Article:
27 Aug Morrison urges Premier to offer hope
Dennis Shannahan and Joe Kelly – The Australian – Thursday 27 August 2020
Scott Morrison has directly urged Daniel Andrews to dramatically pull back from his year-long emergency power bid and only seek monthly or quarterly extensions, in an attempt to quell public anger and restore faith in government coronavirus restrictions.
The Victorian Premier’s shock announcement that he wanted to seek a 12-month extension of his emergency control powers alarmed and angered Coalition ministers, as well as senior federal Labor figures.
The Prime Minister was told Mr Andrews’s claim undermined national confidence about fighting the COVID-19 pandemic and contradicted the vital message of “hope” about a coronavirus vaccine, falling infections and an economic recovery as other states move to lift border restrictions.
Faced with an angry backlash from the public, Liberal and Labor politicians, civil rights groups and a Victorian opposition refusal to agree to a year-long extension of his powers, Mr Andrews sought a compromise with upper house independents and minor parties to get an extension of powers to continue to impose stay-at-home orders, business restrictions, limits on private and public gatherings, and on-the-spot fines.
Mr Morrison, Coalition cabinet ministers and MPs, and even Labor MPs were inundated with complaints about the confronting proposal, which suggested the draconian lockdown measures in Melbourne and Victoria could continue for 18 months.
Former federal Labor leader and Victorian MP Bill Shorten said people were “freaking out” at the proposed extension and “Dan the Man” had to fix it.
Richard Marles, Labor’s federal deputy leader and another locked-down Victorian MP, said it was “obviously important for Daniel Andrews to give an explanation of this” and to explain that it was not an extension of the existing hard lockdown.
Mr Morrison said on Wednesday he had conveyed his concerns directly to Mr Andrews, adding that it was “important to dispel any uncertainty and get clarity”.
“People are concerned that lockdowns would extend for another 12 months,” Mr Morrison said in Canberra.
“I know that the announcement that was made by the Premier the other day about that extension of the additional 12 months. I’ve raised our concerns with the Premier about that. I did that directly. I know others have. I know Labor figures have.”
Mr Morrison accepts that Mr Andrews will need an extension of emergency powers for the Chief Medical Officer beyond September but has urged seeking extensions a month or quarter at a time.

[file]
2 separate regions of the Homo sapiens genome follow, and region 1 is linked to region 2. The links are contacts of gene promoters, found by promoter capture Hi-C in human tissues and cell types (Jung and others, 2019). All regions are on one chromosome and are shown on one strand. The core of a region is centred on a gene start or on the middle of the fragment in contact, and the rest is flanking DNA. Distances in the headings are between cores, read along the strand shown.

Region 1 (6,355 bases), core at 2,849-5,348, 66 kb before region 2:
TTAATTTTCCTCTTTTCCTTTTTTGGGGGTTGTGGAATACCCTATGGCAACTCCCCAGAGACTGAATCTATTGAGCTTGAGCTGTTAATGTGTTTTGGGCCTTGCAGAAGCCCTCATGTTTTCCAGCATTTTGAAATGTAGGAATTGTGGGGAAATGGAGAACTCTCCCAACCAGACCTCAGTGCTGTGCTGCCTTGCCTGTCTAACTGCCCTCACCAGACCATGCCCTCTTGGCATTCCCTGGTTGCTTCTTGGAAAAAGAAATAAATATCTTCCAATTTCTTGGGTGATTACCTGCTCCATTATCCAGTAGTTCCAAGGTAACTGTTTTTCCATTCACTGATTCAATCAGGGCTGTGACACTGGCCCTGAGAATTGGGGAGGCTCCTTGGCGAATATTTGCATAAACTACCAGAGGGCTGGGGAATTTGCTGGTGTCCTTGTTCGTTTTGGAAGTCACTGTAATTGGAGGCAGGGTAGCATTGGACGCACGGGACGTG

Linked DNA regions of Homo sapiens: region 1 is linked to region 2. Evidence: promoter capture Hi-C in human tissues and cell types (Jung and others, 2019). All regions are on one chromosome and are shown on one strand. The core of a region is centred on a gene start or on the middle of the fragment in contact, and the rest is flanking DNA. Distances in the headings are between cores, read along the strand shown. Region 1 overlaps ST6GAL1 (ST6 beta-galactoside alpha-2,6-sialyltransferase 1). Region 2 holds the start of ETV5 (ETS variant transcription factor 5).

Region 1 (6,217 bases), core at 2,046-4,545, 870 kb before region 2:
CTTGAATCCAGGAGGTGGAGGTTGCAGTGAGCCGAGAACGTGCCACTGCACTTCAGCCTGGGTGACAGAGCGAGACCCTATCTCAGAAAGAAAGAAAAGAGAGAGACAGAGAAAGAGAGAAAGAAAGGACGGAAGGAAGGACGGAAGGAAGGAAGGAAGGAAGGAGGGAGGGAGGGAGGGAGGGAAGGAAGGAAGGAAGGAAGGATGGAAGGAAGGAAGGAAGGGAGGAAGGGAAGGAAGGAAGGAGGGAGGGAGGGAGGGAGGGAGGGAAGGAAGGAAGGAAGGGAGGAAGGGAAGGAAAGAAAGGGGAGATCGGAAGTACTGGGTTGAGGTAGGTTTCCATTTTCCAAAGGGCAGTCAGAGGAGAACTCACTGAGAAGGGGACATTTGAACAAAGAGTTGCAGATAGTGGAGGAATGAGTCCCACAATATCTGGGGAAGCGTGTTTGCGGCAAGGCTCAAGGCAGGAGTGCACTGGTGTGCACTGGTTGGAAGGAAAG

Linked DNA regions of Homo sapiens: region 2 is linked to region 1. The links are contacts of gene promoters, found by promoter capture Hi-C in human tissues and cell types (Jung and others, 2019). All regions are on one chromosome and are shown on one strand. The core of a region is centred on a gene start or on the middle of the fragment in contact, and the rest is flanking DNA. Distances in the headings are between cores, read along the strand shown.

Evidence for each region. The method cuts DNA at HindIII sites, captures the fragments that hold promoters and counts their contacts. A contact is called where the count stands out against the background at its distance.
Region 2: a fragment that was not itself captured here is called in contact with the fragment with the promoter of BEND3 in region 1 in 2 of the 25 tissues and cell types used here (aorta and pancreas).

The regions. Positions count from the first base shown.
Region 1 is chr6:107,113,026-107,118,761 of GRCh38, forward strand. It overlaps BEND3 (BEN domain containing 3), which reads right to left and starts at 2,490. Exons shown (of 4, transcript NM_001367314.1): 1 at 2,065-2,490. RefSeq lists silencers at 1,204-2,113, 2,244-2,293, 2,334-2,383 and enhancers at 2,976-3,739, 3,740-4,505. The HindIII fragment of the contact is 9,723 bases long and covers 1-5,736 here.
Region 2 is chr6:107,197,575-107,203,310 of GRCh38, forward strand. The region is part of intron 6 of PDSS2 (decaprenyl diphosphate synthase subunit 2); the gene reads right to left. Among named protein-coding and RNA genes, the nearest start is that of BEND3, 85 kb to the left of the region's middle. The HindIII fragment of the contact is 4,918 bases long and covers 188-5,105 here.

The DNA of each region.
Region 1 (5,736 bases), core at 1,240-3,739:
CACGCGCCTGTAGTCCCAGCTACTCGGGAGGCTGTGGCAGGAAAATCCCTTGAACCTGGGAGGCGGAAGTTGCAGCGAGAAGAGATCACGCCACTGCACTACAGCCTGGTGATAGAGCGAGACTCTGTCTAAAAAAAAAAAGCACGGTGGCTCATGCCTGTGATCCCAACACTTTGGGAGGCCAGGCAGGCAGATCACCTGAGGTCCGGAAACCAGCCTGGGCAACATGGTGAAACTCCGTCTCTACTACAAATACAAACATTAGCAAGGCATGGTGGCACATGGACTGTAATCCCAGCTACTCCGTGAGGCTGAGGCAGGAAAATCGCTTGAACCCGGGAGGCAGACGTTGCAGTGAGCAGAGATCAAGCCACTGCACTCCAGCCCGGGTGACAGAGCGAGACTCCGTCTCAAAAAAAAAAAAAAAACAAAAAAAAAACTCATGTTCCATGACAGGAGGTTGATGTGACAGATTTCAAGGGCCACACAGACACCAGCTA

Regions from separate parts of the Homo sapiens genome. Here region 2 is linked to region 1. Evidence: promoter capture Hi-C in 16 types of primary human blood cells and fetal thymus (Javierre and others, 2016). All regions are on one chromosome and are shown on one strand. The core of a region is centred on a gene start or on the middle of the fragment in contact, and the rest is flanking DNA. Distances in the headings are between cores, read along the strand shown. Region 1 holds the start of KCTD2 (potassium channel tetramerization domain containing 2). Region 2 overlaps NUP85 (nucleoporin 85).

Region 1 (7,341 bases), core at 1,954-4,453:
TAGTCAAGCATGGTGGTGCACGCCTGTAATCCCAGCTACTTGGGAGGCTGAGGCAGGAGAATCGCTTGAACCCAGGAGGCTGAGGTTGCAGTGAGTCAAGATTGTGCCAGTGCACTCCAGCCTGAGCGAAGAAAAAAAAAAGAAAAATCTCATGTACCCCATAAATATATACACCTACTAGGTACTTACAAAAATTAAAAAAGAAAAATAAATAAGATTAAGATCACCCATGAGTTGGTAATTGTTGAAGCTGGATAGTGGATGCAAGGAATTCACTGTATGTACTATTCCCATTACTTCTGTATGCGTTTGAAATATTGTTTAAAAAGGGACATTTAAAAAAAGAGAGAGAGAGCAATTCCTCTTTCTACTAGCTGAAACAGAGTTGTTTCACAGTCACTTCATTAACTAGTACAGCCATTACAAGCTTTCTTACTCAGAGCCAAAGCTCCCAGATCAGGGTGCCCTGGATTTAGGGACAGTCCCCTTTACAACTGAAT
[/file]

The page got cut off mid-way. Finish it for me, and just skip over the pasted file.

The federal Coalition’s concern is that Mr Andrews’s bid for an extension of powers “misfired” because it was poorly timed and ultimately not necessary.
Despite the anger within the federal Coalition and the concern that strong messages of hope on vaccines and economic recovery were being undermined, there was no personal criticism from Mr Morrison of Mr Andrews.
The Prime Minister has refused to publicly attack Mr Andrews, although he repeated that mistakes had been made in Victoria on quarantine, tracing and healthcare.
He also accused federal Opposition Leader Anthony Albanese of having a “blind spot” when it comes to mistakes over the pandemic in Victoria.
“There have been significant failures there,” he said. “And that has contributed significantly, overwhelmingly – almost entirely, I’d have to say – to the community outbreak we’ve seen.
“I have no doubt that the Victorian government feels as strongly about this as I do in terms of the impact it has had on the people of Victoria. They are now subject to the most horrendous restrictions that are regrettably necessary, as I said at the time. But . we can’t ignore what has occurred.”
Victorian MP Tim Wilson told The Australian that Mr Andrews had “set a new gold standard in corroding public confidence in COVID-19 measures by issuing dictates without explanation to extend the state of emergency for 12 months without parliamentary accountability”.
Mr Wilson – the chair of the standing committee on economics – said Victorian MPs were receiving “shed loads of emails from enraged residents who oppose the extension and want every avenue pursued by the federal government to override it; and sadly all we can inform them is that we can’t, and this is the price of having a Labor government”.
Liberal senator for Victoria James Paterson said: “Extraordinary measures require extraordinary justification, but the Andrews government has provided none at all to explain why a 12-month state of emergency extension is necessary. Victorians deserve evidence that the huge sacrifices they have been asked to make are really required for so much longer.”
Jason Wood, Liberal MP for La Trobe to the northwest of Melbourne, said the proposed extension of emergency powers represented a “loss of hope”. “They’re saying it’s like the worst-case scenario – another 12 months,” Mr Wood said.
“People want hope. Those in isolation. Those who’ve lost their jobs. Those trying to get back to work – that was the last thing they wanted to hear, that you might be here for another 12 months.